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J Pediatr Urol. 2017 Jun;13(3):274.e1-274.e7. doi: 10.1016/j.jpurol.2016.12.027. Epub 2017 Feb 10.

Bladder perforation after augmentation cystoplasty: Determining the best management option.

Author information

1
Department of Urology, University of Michigan Health System, Ann Arbor, MI, USA. Electronic address: lted@med.umich.edu.
2
Department of Urology, University of Michigan Health System, Ann Arbor, MI, USA.

Abstract

INTRODUCTION:

Delayed bladder perforation is a well-described complication after augmentation cystoplasty. Although the frequency, risk factors, and diagnostic challenges are well documented, discussions regarding management strategies are sparse.

OBJECTIVE:

We evaluated our experience of managing augmented bladder perforation to interrogate the hypothesis that non-operative management can be used effectively.

STUDY DESIGN:

We retrospectively evaluated the management of 10 patients with augmented bladder perforations over a 16-year period (Jan 2000-Jan 2016). Patients who demonstrated clinical deterioration, severe peritonitis, or extensive extravasation on imaging underwent exploratory laparotomy and primary closure. Clinically stable patients with minimal extravasation were managed non-operatively with maximal bladder drainage, and those with loculated fluid collections in feasible locations for drainage underwent an image-guided percutaneous drain placement.

RESULTS:

Underlying diagnoses included four patients with myelomeningocele, three with sacral agenesis, two with spinal cord injuries, and one with bladder exstrophy. Three of the four patients with myelomeningocele had concomitant ventriculoperitoneal shunts. Six patients had continent catheterizable channel creation and two patients had bladder neck reconstructions during the original operation. Four patients were managed with exploratory laparotomy and primary closure. Among the six patients managed non-operatively, three underwent image-guided drain placement in addition to maximal bladder drainage. Four patients developed re-perforation. Two of the four surgically managed patients developed re-perforation. Two of the three patients managed only with maximal bladder drainage developed re-operation. None of the patients managed non-operatively with drain placement suffered from re-perforation. Four perforation episodes were alcohol-related, two occurred after high-impact sporting activity, and two patients reported non-compliant catheterization.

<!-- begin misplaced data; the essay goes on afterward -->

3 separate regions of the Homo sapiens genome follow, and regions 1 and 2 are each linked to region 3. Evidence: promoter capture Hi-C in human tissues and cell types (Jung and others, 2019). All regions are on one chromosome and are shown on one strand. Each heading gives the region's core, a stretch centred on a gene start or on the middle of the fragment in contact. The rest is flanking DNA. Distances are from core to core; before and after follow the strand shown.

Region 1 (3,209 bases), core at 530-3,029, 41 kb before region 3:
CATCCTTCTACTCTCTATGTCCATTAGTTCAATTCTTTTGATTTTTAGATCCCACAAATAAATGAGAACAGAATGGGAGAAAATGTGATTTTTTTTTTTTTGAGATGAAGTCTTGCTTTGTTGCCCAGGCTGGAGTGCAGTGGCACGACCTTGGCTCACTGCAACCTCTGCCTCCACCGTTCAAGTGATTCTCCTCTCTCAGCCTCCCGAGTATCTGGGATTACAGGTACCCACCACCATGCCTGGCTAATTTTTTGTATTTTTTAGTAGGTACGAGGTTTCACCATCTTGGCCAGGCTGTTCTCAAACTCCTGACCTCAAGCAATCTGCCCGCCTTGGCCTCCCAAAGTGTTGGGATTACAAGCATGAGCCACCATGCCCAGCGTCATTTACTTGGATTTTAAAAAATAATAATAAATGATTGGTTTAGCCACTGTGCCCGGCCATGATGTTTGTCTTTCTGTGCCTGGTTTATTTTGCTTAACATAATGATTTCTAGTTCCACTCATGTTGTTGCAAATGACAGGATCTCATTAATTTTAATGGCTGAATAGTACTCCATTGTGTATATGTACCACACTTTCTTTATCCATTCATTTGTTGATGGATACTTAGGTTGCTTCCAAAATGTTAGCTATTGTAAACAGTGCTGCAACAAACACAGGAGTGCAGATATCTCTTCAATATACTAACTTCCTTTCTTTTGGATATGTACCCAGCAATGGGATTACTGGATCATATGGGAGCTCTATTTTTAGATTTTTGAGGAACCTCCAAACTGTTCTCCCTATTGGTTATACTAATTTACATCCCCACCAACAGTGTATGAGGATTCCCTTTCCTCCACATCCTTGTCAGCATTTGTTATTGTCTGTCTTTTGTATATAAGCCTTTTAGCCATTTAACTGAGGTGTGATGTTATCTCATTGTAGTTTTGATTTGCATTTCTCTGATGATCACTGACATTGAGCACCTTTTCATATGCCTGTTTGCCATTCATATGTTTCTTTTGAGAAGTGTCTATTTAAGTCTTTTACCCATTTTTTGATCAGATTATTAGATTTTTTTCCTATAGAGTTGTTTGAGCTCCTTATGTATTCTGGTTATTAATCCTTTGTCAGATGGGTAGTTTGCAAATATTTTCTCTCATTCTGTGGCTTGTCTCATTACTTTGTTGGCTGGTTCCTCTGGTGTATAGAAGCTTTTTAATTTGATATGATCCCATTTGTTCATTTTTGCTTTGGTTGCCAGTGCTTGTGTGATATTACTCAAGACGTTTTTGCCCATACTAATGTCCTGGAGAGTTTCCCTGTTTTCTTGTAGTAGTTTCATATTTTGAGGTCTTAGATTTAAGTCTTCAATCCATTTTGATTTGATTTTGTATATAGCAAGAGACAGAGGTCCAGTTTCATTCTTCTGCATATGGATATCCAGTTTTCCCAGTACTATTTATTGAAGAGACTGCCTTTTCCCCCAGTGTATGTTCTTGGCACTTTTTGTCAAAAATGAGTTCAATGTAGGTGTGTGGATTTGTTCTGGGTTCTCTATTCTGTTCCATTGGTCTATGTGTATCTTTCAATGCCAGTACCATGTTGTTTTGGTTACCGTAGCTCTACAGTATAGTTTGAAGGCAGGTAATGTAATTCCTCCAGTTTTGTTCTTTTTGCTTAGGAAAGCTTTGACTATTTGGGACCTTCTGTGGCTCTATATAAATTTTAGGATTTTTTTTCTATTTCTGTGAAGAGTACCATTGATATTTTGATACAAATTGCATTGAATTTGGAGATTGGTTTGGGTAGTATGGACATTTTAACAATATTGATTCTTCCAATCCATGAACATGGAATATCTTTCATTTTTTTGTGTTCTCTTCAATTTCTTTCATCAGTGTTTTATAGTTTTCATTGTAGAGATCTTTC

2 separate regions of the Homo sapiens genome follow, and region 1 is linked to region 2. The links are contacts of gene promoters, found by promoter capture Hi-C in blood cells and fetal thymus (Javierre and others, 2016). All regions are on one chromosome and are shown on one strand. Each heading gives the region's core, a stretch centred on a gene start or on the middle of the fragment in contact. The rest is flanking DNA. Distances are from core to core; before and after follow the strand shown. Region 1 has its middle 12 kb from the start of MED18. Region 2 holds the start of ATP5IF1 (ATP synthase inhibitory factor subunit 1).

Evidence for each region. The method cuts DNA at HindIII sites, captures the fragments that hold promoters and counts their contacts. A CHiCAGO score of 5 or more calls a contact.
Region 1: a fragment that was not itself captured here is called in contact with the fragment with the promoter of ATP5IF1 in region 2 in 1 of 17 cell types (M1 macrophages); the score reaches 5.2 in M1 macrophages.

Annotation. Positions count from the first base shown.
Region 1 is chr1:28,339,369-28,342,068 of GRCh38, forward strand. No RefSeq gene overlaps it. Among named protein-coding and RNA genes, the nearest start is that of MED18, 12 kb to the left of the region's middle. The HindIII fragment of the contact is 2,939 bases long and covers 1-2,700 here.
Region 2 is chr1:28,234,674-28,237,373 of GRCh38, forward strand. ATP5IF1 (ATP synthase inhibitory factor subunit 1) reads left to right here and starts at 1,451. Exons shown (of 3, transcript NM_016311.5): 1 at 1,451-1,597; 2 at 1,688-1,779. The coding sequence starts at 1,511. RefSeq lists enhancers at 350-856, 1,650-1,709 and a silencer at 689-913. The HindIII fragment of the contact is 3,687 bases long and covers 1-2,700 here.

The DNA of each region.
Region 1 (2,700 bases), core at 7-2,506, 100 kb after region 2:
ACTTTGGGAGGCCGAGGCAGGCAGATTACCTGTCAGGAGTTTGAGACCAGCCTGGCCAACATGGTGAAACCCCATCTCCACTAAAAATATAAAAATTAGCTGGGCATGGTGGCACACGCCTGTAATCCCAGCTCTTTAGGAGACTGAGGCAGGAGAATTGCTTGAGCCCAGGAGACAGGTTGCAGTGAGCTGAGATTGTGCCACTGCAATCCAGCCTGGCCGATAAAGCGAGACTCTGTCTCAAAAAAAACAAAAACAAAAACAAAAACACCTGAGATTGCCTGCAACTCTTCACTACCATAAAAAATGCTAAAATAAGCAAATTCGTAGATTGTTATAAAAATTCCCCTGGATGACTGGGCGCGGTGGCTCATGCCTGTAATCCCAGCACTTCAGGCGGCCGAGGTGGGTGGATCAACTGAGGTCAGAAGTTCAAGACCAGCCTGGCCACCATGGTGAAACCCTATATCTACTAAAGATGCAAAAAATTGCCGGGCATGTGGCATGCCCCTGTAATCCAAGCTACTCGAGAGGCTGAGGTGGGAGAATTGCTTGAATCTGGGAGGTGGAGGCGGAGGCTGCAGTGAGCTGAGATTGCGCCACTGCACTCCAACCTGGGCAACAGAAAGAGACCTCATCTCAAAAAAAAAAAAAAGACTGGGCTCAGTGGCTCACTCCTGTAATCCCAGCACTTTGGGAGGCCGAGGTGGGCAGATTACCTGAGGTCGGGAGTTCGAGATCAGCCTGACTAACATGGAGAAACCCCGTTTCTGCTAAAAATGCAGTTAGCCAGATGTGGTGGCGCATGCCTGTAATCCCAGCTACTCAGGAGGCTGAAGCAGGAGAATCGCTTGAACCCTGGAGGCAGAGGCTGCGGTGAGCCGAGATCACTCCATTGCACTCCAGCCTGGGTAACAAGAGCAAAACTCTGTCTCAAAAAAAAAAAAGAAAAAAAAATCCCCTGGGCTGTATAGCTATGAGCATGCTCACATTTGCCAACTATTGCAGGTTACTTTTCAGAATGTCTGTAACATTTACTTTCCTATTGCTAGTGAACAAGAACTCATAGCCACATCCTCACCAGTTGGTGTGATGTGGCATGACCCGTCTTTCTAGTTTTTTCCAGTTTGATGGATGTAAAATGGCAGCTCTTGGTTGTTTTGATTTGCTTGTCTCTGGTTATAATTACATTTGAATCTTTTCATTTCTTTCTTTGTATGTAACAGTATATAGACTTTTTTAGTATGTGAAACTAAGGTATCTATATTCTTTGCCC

DISCUSSION:

Non-operative management with maximal bladder drainage and selective image-guided drain placement can be successfully deployed in clinically stable patients with limited extravasation. Ensuring low intraluminal detrusor pressures and empty bladder with maximal drainage is critical for spontaneous sealing of the perforation site. Exploratory laparotomy and primary closure remains our approach for those presenting with clinical deterioration or significant extravasation on imaging. The majority of our perforations and re-perforation episodes seemed to stem from preventable behavioral risk factors.

CONCLUSIONS:

Our findings support the hypothesis that non-operative management with maximal bladder drainage and image-guided drain placement can be effective in stable patients with limited extravasation.

KEYWORDS:

Augmentation cystoplasty; Conservative; Non-operative management; Perforation; Prevention

PMID:
28262538
DOI:
10.1016/j.jpurol.2016.12.027
[Indexed for MEDLINE]

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